Many years ago I was fly fishing on the Duchesne River with my Dad, beginning at the bridge that crosses the river on Highway 208 about five miles south of Tabiona. It was hopper season about the first week of September.
Dad had gone downstream swinging a streamer and I went upstream fishing a Joe’s hopper. It was wild! The fish went crazy as the big bug floated by their feeding stations. Small ones, big ones, they all seemed to relish this floating fly.
I was wading in the current of this big pool when I noticed a very large trout tumbling towards me from upstream. He was being swept downstream by the current. I grabbed my net, which was tied to my belt, and tried to capture the fish but it was too big to fit in the net. So I dropped my fishing net and fly rod and reached into the water with my arms and scooped it up onto the shore. Wow! It was a big brown trout flopping lazily on the gravel. I tried to fit the fish in my creel, but it was just too big so a got a forked stick and slid it though the fish’s gills so I could carry it like my Dad had taught me . (This was before Dad and I had gone to catch-and-release fishing.)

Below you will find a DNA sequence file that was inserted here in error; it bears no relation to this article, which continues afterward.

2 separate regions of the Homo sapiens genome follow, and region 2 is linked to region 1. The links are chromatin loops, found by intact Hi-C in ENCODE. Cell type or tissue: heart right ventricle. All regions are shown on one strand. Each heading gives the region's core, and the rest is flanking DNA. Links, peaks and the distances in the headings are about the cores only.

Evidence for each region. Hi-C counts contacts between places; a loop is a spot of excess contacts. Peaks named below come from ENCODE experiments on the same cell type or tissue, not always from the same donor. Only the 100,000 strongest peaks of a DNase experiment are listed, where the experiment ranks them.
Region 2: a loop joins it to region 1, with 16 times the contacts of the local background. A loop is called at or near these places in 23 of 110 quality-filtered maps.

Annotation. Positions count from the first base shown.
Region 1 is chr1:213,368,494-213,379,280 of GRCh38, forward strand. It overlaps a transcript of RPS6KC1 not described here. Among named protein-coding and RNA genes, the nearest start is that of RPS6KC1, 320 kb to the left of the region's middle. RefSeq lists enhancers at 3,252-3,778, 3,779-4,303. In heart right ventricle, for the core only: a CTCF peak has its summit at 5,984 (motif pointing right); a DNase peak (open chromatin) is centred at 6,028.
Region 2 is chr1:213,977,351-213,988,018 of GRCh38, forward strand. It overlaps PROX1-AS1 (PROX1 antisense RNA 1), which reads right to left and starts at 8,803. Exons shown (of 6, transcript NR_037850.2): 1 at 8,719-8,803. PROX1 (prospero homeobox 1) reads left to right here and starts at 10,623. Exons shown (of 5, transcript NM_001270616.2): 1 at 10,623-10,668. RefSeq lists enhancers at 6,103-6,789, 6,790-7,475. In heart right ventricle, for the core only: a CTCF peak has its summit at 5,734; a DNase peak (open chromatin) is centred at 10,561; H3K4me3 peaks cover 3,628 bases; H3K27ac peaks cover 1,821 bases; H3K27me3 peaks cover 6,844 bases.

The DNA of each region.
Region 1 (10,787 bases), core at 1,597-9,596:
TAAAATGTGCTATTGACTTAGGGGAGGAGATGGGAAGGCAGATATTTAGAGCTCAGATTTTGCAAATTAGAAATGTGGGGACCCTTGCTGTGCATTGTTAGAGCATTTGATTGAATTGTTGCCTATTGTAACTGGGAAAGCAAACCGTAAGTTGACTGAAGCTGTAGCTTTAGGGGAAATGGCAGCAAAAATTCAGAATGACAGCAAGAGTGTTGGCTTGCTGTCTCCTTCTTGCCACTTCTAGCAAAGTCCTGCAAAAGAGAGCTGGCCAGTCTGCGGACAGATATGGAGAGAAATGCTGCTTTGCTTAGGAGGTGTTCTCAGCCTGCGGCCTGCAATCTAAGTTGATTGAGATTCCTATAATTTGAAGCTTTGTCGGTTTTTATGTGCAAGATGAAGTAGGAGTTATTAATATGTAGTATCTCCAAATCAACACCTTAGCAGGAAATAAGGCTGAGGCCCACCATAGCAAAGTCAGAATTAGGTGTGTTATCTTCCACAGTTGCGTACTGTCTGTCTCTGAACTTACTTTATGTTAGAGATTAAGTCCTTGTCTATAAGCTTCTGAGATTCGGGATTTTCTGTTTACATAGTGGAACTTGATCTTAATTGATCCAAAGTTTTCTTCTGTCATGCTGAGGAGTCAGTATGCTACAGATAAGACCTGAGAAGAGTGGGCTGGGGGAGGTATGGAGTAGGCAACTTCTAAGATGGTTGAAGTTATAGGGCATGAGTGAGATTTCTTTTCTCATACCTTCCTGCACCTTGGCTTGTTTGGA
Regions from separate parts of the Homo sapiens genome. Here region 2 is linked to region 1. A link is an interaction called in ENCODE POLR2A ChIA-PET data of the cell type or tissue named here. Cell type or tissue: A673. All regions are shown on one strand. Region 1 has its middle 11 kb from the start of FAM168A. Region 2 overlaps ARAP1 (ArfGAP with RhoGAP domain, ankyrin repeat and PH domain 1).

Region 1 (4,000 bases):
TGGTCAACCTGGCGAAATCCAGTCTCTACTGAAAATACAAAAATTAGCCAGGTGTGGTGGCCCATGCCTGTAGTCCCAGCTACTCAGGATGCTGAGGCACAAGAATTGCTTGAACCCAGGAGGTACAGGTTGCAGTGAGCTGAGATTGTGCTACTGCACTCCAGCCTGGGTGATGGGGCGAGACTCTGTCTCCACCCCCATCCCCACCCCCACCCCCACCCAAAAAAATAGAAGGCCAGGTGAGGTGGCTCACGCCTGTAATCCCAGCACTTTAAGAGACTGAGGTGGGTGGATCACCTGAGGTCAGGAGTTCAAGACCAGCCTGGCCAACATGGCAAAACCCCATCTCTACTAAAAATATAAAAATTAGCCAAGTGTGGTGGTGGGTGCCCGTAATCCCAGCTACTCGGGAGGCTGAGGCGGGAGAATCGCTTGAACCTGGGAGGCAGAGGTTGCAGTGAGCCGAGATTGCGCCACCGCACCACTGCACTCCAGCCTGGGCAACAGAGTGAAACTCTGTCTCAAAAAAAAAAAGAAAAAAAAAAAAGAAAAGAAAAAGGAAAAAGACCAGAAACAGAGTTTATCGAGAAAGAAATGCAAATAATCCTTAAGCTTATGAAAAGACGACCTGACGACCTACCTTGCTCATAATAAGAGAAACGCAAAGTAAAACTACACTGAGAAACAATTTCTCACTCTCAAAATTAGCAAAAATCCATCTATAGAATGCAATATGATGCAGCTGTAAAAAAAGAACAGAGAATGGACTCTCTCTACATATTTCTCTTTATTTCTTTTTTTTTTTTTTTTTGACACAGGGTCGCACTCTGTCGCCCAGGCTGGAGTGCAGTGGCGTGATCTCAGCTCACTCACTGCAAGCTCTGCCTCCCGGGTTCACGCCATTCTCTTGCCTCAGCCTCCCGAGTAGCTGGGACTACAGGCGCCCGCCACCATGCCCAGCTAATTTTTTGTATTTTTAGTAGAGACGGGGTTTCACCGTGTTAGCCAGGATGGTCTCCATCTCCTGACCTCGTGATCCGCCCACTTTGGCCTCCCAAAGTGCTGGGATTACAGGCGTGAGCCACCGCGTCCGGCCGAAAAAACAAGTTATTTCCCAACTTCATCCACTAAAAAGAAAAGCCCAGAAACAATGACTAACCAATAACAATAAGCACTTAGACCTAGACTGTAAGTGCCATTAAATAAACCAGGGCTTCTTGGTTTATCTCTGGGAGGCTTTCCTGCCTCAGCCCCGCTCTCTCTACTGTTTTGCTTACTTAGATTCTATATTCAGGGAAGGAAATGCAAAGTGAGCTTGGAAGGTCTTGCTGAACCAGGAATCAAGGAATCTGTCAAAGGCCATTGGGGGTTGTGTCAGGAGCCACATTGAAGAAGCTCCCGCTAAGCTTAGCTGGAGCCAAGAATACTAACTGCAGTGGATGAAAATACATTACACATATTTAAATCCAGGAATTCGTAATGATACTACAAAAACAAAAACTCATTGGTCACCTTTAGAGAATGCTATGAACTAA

I headed back downstream to show my prize catch to my father. I had to be careful to keep the tail of the fish from dragging as I tried to carry it. It was that big. Dad watched me stumbling towards him with this huge trout and he remarked, “That’s a dandy…got to be five or six pounds. How did you land it? I know it’s too big for your net.”
“I hooked it on a hopper and fought it in a big pool until it was tired…then I slid it up on the bank,” I replied, containing my excitement. This was the biggest fish I had ever caught. But I didn’t catch it with a fly. I caught it with my own two hands.
Dad looked at the fish and asked, “Did you take it on a hopper? There’s a leader hanging out of its mouth and it looks it took some bait.” That was it. I couldn’t continue my charade. I explained to Dad how I had caught this big fish with my bare hands. I couldn’t lie to my father who had taught me everything about fly fishing.
“I’m proud of you for owning up about the fish,” said Dad. “It had probably been hooked earlier by a bait fisherman upstream and was on its last legs…or fins.”
And that was how I learned that a hopper can actually help you tell the truth.